The probabilistic inversion constructs parameter distributions and assesses parameter uncertainties by quantifying MLEs, means and confidence intervals or SD, and offers much richer information contained in data, model structure and prior knowledge on parameters than does deterministic inversion (Raupach et al., 2005; Xu et al., 2006). Daily RS data contain substantial information to constrain C transfer coefficients (Figs S1, S2). In our study, warming significantly increased the C transfer coefficients c5 (metabolic root litter), c6 (structure root litter), c7 (surface microbes) and c8 (soil microbes), and decreased the parameters c2 (root biomass) and c9 (slow SOM). Increased transfer coefficients c5, c6, c7 and c8 probably resulted from the stimulated turnover of roots and microbes under warming (especially metabolic root litter), which is supported by manipulative experiments (Forbes et al., 1997; Volder et al., 2007), gradient studies (Fitter et al., 1998) and global dataset analysis for TECOs (Gill & Jackson, 2000). Decreases in photosynthetic rates and NEE impacted directly on the root transfer coefficient c2 (Figs 4, 5, S1), and subsequent indirect reduction of the transfer coefficient c9 by reducing the supply of current photosynthates from the canopy (Högberg et al., 2001). The information contained in the daily RS data is not sufficient to constrain C transfer coefficients of shoot biomass (c1) and passive SOM (c10; Fig. S2).

The analysis presented in this study was implemented by parameter estimation with a probabilistic inversion technique (MCMC) compared with deconvolution with a deterministic approach (Luo et al., 2001b). The parameter values for the C transfer pathway from the observed data provided probabilities. Certainly, other mathematical techniques can also be used in parameter estimation, such as genetic algorithms, simulated annealing and the Kalman Filter (Raupach et al., 2005). However, successful application of deconvolution depends on the quality of the datasets, which need to be generated from appropriate experimental design and data collection plans with high accuracy of measurements. In addition, partitioned RA and RH need to be validated by other methods of separating RS.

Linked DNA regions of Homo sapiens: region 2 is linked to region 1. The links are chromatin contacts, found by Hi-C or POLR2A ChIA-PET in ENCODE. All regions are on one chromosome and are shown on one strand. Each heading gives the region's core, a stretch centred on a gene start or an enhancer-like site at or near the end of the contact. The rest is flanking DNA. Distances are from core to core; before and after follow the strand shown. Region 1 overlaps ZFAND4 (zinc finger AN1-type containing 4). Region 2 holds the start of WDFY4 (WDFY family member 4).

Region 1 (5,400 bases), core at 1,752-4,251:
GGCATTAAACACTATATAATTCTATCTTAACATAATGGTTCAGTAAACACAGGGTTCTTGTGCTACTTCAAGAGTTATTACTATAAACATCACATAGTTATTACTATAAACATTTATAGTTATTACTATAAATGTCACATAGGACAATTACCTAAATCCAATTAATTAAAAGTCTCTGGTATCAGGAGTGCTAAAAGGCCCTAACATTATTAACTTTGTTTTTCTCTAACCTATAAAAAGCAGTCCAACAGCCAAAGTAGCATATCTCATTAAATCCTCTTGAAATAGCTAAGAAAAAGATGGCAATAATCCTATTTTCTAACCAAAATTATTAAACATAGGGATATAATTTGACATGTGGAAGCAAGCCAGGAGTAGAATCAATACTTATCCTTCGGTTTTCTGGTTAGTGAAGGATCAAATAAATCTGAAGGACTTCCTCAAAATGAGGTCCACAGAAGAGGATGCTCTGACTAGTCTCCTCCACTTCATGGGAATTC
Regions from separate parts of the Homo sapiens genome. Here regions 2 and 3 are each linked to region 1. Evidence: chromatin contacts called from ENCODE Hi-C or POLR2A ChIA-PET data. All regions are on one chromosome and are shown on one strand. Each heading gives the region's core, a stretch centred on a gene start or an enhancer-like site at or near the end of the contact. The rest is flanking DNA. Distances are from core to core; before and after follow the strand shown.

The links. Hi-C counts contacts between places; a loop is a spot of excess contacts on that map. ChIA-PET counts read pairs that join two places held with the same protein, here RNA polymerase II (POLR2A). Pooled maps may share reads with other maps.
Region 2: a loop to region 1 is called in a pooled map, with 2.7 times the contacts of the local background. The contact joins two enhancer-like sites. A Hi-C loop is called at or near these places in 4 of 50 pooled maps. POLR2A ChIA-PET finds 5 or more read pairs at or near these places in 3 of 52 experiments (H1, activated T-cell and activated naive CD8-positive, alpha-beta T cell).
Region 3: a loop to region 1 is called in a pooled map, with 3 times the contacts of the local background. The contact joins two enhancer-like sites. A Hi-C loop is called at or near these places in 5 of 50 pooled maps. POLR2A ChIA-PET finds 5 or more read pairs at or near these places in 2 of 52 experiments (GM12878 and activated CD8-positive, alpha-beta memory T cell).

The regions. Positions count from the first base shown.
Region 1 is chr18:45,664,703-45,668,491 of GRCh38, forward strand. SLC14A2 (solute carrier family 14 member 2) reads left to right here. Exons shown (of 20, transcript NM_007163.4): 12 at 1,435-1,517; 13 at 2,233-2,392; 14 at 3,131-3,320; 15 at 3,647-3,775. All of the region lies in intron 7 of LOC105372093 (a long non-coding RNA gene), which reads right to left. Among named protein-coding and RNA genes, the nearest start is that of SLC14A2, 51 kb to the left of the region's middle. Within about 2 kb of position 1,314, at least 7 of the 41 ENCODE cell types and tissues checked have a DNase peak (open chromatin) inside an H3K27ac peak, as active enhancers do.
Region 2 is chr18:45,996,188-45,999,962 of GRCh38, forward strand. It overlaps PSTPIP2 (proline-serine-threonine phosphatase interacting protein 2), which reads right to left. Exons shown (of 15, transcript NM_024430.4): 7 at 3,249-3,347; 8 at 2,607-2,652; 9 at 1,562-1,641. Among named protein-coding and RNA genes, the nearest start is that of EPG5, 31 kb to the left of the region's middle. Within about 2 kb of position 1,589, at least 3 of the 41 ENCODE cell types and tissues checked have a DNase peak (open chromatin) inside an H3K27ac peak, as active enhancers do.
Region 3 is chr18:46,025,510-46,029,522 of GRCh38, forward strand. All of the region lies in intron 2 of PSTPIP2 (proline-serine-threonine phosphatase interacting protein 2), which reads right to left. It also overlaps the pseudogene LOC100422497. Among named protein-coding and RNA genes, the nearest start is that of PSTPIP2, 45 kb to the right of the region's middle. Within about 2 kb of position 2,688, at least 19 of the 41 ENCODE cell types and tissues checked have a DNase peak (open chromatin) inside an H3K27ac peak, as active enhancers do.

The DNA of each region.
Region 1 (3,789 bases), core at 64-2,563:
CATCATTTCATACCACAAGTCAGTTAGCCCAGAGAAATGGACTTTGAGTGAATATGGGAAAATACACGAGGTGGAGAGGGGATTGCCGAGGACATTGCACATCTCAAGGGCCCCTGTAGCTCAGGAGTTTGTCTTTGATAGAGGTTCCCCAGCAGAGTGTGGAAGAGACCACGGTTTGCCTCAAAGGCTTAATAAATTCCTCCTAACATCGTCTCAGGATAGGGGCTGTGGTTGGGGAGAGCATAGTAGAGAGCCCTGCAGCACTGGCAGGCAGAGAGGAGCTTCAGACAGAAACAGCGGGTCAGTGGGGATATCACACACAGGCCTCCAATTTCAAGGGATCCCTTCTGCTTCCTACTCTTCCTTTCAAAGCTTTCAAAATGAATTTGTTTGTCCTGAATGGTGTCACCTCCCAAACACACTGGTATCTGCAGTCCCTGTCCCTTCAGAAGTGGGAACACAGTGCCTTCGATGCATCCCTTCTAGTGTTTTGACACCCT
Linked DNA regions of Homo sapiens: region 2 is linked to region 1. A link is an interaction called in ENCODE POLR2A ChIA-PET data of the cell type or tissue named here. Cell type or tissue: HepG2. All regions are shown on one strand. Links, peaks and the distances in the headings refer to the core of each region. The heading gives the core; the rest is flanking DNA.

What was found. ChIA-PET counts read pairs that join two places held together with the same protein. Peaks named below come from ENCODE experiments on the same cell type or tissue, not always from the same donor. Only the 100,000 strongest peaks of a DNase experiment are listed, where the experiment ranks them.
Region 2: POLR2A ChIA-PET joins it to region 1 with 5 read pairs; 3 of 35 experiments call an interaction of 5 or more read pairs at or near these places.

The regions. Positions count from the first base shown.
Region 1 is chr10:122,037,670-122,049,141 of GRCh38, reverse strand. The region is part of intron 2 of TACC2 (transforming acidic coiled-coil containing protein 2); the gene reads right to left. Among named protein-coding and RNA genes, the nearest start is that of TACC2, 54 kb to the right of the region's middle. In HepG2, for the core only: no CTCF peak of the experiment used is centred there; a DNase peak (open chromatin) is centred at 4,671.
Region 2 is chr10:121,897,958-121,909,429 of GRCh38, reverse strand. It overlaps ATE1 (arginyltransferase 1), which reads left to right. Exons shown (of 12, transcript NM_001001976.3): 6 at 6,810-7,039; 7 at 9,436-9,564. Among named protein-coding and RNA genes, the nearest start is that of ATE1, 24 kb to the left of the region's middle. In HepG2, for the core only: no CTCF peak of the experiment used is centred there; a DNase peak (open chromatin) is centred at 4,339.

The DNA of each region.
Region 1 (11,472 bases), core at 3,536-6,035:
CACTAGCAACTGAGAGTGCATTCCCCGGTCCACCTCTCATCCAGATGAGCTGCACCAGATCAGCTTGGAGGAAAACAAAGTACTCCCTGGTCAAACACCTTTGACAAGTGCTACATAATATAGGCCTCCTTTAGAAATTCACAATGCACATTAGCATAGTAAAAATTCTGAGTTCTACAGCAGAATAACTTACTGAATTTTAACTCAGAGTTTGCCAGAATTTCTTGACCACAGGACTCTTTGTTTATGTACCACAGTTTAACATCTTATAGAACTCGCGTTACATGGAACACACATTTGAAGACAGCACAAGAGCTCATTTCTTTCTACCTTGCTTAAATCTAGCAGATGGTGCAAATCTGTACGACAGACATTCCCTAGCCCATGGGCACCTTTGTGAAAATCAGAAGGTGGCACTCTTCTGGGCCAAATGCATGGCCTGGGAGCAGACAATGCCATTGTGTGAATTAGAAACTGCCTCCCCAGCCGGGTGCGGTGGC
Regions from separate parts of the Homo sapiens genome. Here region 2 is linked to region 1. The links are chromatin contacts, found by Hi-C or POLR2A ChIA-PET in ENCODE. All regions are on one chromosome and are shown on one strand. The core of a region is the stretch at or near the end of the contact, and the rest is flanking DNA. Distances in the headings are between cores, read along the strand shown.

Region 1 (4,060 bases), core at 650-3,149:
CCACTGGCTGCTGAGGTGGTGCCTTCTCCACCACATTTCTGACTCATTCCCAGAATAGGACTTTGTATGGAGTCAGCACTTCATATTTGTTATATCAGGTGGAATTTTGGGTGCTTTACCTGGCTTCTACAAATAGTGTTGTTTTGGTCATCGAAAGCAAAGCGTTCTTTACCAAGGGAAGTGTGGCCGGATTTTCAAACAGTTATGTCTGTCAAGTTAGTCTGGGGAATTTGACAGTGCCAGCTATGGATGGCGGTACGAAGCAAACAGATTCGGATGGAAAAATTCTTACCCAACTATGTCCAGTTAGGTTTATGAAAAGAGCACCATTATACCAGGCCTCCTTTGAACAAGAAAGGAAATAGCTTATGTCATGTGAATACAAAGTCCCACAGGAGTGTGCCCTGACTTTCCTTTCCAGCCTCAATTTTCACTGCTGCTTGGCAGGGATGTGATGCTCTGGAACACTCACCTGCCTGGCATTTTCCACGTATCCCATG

Conclusions

The deconvolution approach uses systems analysis to probe underlying processes with data–model integration according to distinctive response times of various C processes to warming. This approach is relatively new and requires further testing and development. Nevertheless, most of the parameters in the TECO model were constrained by observed RS, validating this approach. This study showed that warming stimulated RH and had little effect on RA in the first 2 months, followed by a significant decrease in RA and RH during the remainder of the treatment and post-treatment year. Overall, warming decreased RA and RH significantly, by 28.9% and 24.9%, respectively, during the treatment year, and by 27.3% and 33.3%, respectively, during the post-treatment year, largely resulting from decreased canopy greenness and biomass. Depletion of soil C pools and/or thermal adaptation of microbial respiration may also contribute to decreased RH. Future modeling studies should take into account not only the direct effects of climate anomalies on soil respiration and its components, but also lagged effects, in assessing terrestrial C cycle feedback to climate warming.

Acknowledgements

This research was supported financially by the US National Science Foundation (NSF) under DEB 0078325, DEB 0743778, DEB 0840964, DBI 0850290 and ESP 0919466, and by the Terrestrial Carbon Program at the Office of Science, US Department of Energy, Grants No.: DE-FG03-99ER62800 and DE-FG02-006ER64317. The experiments comply with the current laws of the USA in which they were performed.